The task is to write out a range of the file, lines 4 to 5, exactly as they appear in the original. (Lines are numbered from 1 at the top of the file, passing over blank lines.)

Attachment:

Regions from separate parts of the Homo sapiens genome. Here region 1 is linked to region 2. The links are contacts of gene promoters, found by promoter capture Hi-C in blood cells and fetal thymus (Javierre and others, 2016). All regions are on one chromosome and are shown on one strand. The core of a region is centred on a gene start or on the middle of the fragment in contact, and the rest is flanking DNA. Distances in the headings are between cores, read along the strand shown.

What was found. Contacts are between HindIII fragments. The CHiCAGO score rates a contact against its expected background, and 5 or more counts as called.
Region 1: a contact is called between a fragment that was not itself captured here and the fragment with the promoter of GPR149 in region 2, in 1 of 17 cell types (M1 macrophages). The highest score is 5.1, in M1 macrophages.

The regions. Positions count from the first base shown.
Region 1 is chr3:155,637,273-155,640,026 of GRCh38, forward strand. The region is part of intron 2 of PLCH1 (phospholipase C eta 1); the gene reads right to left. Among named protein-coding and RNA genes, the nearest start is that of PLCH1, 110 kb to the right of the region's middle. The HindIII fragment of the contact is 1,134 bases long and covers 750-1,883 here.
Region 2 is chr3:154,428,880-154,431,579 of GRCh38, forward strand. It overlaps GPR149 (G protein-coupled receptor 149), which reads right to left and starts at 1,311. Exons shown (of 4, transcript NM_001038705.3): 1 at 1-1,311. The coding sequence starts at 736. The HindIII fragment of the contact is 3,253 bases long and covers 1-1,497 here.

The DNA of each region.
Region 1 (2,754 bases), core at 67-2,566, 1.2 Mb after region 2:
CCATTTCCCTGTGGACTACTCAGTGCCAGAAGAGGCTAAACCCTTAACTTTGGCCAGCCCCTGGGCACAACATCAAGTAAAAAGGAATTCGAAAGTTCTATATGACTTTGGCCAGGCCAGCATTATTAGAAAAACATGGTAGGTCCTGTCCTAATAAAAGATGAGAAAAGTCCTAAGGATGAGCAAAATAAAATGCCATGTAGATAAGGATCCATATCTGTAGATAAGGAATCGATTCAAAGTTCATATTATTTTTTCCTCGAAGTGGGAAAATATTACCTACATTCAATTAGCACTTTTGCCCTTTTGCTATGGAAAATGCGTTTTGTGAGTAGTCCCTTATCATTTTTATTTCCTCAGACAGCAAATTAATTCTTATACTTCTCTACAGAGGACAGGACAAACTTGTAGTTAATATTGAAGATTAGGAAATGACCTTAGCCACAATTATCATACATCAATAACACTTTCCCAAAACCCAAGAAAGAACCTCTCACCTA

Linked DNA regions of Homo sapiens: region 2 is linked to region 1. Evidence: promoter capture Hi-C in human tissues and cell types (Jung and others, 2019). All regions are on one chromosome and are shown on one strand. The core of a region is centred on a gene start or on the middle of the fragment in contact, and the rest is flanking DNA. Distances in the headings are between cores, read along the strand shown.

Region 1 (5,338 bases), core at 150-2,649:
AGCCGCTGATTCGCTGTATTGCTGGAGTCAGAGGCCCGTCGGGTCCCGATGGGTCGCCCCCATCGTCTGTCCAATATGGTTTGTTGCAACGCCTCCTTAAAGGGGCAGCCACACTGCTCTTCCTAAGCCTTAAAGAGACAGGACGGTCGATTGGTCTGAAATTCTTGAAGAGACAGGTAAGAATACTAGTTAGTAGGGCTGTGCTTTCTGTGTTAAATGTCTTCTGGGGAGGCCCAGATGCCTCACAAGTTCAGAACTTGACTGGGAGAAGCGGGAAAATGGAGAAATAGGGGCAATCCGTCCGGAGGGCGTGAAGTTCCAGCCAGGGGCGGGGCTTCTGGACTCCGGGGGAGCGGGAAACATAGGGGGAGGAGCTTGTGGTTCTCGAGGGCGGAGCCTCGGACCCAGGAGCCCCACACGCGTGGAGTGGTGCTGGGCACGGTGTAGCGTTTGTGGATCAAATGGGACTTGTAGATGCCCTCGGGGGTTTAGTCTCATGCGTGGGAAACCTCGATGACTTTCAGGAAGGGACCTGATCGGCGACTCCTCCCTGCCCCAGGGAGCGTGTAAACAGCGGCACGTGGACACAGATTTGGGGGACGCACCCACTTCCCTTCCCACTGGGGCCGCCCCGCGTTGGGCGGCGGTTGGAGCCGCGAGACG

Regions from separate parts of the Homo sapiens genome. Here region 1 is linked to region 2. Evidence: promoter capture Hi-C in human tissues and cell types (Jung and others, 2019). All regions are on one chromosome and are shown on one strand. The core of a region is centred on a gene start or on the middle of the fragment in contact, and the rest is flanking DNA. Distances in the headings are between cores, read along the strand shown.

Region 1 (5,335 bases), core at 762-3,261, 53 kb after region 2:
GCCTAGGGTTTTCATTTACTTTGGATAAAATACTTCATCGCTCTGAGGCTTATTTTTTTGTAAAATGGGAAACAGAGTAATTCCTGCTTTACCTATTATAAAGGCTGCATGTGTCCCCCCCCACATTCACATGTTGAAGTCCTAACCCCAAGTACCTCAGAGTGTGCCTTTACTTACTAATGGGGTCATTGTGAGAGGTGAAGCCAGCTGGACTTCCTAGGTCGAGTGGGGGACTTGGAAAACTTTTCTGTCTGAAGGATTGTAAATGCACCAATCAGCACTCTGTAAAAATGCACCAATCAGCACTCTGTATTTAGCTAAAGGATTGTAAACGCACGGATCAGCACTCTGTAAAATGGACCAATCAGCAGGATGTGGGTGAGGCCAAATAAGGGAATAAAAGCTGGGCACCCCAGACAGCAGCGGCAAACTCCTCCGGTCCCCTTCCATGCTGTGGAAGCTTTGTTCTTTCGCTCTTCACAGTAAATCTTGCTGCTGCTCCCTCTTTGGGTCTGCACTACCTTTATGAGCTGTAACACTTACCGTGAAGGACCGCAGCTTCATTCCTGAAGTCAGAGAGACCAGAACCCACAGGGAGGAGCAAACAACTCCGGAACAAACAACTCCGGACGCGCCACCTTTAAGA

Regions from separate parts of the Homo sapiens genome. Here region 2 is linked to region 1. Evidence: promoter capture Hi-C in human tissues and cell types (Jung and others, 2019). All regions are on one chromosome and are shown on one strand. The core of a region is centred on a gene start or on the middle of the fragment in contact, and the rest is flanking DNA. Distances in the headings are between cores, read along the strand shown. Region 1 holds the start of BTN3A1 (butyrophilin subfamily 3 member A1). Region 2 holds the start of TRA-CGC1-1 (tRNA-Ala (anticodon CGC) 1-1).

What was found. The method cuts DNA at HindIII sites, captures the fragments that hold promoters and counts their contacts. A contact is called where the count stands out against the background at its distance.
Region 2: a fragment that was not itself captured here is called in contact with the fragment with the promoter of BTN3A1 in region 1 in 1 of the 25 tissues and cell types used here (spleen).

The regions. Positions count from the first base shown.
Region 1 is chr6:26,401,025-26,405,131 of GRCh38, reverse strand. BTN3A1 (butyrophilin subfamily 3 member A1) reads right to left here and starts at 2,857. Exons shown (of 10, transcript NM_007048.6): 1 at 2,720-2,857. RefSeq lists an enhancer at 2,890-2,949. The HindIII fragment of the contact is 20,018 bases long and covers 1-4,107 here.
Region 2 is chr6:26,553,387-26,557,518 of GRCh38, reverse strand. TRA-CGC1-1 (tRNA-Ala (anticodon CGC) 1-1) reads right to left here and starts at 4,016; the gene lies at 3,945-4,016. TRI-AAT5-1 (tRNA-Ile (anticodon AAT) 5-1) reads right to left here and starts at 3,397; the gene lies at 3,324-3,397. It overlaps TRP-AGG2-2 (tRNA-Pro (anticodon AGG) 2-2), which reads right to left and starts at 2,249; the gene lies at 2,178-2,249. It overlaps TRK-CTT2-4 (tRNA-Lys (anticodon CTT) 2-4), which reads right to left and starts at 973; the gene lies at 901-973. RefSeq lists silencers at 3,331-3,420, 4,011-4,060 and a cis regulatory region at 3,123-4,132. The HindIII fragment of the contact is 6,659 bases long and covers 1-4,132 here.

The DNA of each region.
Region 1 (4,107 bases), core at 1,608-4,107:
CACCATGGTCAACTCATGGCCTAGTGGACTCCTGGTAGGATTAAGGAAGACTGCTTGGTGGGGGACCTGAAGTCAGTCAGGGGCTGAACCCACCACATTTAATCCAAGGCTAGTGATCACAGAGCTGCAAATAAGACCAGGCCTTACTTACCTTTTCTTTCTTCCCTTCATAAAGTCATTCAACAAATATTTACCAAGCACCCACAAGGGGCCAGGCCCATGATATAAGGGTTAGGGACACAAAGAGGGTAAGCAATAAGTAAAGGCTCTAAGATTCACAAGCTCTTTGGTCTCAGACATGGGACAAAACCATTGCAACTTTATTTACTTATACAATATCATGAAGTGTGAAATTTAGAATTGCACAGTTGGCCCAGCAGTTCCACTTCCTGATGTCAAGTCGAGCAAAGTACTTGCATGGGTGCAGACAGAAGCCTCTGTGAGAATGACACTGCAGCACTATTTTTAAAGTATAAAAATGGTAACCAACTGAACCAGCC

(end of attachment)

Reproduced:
The regions. Positions count from the first base shown.
Region 1 is chr3:155,637,273-155,640,026 of GRCh38, forward strand. The region is part of intron 2 of PLCH1 (phospholipase C eta 1); the gene reads right to left. Among named protein-coding and RNA genes, the nearest start is that of PLCH1, 110 kb to the right of the region's middle. The HindIII fragment of the contact is 1,134 bases long and covers 750-1,883 here.